Reference : Reliance of deep-sea benthic macrofauna on ice-derived organic matter highlighted by ...
Scientific journals : Article
Life sciences : Zoology
Life sciences : Aquatic sciences & oceanology
Life sciences : Environmental sciences & ecology
Reliance of deep-sea benthic macrofauna on ice-derived organic matter highlighted by multiple trophic markers during spring in Baffin Bay, Canadian Arctic
Yunda-Guarin, Gustavo []
Brown, Thomas A. []
Michel, Loïc mailto [Université de Liège - ULiège > Département de Biologie, Ecologie et Evolution > Océanographie biologique >]
Saint-Béat, Blanche []
Amiraux, Rémi []
Nozais, Christian []
Archambault, Philippe []
Elementa: Science of the Anthropocene
Yes (verified by ORBi)
[en] Benthic food webs ; Trophic markers ; Sea-ice algae ; Climate change ; Highly Branched Isoprenoids ; Stable isotopes ; Baffin Bay ; Arctic Ocean
[en] Benthic organisms depend primarily on seasonal pulses of organic matter from primary producers. In the Arctic, declines in sea ice due to warming climate could lead to changes in this food supply with as yet unknown effects on benthic trophic dynamics. Benthic consumer diets and food web structure were studied in a seasonally ice-covered region of Baffin Bay during spring 2016 at stations ranging in depth from 199 to 2,111 m. We used a novel combination of highly branched isoprenoid (HBI) lipid biomarkers and stable isotope ratios (δ13C, δ15N) to better understand the relationship between the availability of carbon sources in spring on the seafloor and their assimilation and transfer within the benthic food web. Organic carbon from sea ice (sympagic carbon [SC]) was an important food source for benthic consumers. The lipid biomarker analyses revealed a high relative contribution of SC in sediments (mean SC% ± standard deviation [SD] = 86% ± 16.0, n = 17) and in benthic consumer tissues (mean SC% ± SD = 78% ± 19.7, n = 159). We also detected an effect of sea-ice concentration on the relative contribution of SC in sediment and in benthic consumers. Cluster analysis separated the study region into three different zones according to the relative proportions of SC assimilated by benthic macrofauna. We observed variation of the benthic food web between zones, with increases in the width of the ecological niche in zones with less sea-ice concentration, indicating greater diversity of carbon sources assimilated by consumers. In zones with greater sea-ice concentration, the higher availability of SC increased the ecological role that primary consumers play in driving a stronger transfer of nutrients to higher trophic levels. Based on our results, SC is an important energy source for Arctic deep-sea benthos in Baffin Bay, such that changes in spring sea-ice phenology could alter benthic food-web structure.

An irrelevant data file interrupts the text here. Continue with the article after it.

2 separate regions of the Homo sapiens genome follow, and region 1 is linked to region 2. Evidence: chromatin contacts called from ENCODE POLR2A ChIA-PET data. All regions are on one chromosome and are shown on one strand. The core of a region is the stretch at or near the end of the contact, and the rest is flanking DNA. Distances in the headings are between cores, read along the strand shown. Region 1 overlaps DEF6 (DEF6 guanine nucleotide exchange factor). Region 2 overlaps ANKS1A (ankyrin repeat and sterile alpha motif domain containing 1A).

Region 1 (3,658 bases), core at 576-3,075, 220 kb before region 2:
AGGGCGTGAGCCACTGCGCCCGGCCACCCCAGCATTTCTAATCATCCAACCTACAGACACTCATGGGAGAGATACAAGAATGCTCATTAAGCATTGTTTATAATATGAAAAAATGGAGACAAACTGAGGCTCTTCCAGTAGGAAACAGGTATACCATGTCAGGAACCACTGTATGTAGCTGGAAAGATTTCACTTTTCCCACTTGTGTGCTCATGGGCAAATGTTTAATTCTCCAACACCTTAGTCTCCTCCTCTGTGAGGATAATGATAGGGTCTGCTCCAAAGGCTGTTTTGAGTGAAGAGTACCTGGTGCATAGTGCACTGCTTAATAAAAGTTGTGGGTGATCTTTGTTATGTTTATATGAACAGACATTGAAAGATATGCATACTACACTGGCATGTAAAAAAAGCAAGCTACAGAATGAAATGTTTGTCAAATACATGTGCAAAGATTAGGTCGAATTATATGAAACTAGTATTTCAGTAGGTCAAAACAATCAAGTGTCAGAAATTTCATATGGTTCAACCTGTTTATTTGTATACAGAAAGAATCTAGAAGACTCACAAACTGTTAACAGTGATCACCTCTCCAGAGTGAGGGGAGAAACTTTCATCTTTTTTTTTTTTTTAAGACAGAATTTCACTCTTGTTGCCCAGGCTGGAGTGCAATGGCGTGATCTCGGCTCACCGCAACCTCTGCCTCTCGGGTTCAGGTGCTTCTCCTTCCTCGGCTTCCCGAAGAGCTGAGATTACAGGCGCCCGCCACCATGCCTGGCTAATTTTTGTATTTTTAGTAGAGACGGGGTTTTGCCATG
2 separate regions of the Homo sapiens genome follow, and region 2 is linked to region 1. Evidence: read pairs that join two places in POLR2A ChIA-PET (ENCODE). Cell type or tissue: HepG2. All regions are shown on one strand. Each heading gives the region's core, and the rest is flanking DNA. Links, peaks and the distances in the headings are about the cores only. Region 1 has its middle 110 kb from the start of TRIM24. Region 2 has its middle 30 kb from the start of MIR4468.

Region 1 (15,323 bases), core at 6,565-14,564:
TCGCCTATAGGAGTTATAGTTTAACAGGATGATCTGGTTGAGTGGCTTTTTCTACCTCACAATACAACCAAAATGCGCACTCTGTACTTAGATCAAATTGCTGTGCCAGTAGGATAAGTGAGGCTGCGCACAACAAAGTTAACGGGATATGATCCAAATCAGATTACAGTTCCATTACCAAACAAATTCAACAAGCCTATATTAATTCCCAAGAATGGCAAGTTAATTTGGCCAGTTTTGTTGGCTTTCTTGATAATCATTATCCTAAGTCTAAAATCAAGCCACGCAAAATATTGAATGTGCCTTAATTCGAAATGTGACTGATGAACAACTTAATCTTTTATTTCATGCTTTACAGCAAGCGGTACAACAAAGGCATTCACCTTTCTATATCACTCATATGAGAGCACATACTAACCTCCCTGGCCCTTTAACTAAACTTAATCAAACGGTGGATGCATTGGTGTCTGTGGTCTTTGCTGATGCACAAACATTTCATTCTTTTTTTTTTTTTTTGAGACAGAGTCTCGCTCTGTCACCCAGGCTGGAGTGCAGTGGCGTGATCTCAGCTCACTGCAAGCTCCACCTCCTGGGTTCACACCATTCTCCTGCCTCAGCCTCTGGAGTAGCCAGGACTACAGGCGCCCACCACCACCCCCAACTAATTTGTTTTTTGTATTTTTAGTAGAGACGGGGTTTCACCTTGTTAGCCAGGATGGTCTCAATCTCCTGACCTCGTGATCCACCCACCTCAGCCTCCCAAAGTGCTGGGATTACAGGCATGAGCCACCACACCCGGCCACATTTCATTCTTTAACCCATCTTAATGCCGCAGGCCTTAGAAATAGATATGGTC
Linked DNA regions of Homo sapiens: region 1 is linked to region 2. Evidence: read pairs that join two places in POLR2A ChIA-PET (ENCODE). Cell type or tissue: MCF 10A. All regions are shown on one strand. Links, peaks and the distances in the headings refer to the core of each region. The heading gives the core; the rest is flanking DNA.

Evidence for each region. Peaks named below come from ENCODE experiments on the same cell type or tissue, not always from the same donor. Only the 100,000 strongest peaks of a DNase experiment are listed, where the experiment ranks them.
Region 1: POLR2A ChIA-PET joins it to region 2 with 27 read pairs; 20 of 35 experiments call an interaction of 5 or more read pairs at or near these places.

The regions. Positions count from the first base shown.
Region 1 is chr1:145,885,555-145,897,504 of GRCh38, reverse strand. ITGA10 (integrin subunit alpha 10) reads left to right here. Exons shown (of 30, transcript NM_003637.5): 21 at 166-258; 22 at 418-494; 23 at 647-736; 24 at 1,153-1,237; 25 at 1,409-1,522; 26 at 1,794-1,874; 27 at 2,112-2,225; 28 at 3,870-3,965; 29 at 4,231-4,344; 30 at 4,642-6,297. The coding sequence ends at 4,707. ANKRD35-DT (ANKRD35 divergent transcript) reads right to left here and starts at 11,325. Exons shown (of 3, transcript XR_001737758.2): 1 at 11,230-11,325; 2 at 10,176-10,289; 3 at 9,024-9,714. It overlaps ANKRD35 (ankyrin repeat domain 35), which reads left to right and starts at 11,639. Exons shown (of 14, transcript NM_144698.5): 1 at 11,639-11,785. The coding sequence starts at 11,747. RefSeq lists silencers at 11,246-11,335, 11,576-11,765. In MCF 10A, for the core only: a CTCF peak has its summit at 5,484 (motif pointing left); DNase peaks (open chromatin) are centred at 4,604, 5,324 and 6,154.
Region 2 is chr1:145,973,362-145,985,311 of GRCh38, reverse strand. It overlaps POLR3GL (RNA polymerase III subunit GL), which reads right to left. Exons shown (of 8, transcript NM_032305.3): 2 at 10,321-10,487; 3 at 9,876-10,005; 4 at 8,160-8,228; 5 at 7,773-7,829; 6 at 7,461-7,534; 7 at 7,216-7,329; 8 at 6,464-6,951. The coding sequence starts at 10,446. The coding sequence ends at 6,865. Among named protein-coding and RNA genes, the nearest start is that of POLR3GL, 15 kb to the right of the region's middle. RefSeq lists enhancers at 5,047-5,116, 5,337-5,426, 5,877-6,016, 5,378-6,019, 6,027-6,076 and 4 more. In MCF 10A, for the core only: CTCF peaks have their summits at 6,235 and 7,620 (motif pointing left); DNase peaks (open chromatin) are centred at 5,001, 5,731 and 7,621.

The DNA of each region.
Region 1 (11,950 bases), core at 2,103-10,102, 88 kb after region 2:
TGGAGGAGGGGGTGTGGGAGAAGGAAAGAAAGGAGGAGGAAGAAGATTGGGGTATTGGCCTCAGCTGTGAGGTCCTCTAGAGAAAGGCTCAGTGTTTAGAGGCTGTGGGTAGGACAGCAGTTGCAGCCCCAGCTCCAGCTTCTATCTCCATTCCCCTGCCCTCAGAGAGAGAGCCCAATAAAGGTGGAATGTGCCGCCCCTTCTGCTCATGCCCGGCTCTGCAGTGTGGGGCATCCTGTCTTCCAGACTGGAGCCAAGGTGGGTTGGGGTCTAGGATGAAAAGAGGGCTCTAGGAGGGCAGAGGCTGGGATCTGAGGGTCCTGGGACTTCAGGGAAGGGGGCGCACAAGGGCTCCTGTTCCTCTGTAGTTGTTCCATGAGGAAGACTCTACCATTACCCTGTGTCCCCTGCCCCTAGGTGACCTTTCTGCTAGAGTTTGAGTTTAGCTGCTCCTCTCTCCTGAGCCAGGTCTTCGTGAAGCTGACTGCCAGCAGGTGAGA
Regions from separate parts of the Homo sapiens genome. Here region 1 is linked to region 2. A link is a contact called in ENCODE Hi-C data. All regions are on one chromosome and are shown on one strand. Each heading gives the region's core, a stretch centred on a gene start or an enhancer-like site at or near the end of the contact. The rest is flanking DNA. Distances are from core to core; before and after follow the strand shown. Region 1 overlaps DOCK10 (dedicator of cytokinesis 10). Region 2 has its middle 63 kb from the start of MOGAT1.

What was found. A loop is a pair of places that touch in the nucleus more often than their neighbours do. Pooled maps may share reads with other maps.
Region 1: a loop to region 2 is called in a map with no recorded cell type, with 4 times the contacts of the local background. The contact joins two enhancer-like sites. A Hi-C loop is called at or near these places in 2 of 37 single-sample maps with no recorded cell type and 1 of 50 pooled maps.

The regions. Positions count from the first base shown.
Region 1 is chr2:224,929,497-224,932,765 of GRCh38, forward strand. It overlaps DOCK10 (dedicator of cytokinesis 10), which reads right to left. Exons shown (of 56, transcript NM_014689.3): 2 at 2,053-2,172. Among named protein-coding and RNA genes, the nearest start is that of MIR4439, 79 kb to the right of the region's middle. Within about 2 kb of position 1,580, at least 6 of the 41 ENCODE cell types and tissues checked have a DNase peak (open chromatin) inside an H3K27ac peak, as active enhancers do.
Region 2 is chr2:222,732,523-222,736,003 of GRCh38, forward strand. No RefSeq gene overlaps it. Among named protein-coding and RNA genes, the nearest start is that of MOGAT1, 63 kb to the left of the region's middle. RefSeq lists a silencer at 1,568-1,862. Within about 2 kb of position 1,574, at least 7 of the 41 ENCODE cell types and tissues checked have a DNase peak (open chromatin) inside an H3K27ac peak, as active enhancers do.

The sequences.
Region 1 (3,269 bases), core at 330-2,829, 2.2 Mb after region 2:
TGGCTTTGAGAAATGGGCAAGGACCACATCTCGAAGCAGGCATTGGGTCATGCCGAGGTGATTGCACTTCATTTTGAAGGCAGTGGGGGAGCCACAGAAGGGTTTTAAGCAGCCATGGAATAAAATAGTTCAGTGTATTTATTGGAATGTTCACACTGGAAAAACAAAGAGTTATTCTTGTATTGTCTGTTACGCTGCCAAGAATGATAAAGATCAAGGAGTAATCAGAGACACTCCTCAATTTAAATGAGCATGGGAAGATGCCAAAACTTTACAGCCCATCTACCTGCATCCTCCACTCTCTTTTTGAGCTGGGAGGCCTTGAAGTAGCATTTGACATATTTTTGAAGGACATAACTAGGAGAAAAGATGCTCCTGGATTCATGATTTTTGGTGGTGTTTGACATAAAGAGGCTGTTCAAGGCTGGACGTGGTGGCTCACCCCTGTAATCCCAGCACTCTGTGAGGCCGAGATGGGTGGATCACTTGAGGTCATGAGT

Freshwater and OCeanic science Unit of reSearch - FOCUS ; Centre Interfacultaire de Recherches en Océanologie - MARE
Agence Nationale de la Recherche (France) - ANR ; Centre National d’Etudes Spatiales (France) - CNES ; Institut Polaire Français Paul-Emile Victor (IPEV) ; Fondation Total ; ArcticNet ; CSA ; LEFE ; French Arctic Initiative
Green Edge
Researchers ; Professionals ; Students

File(s) associated to this reference

Fulltext file(s):

Open access
elementa.2020.047.pdfPublisher postprint1.12 MBView/Open

Bookmark and Share SFX Query

All documents in ORBi are protected by a user license.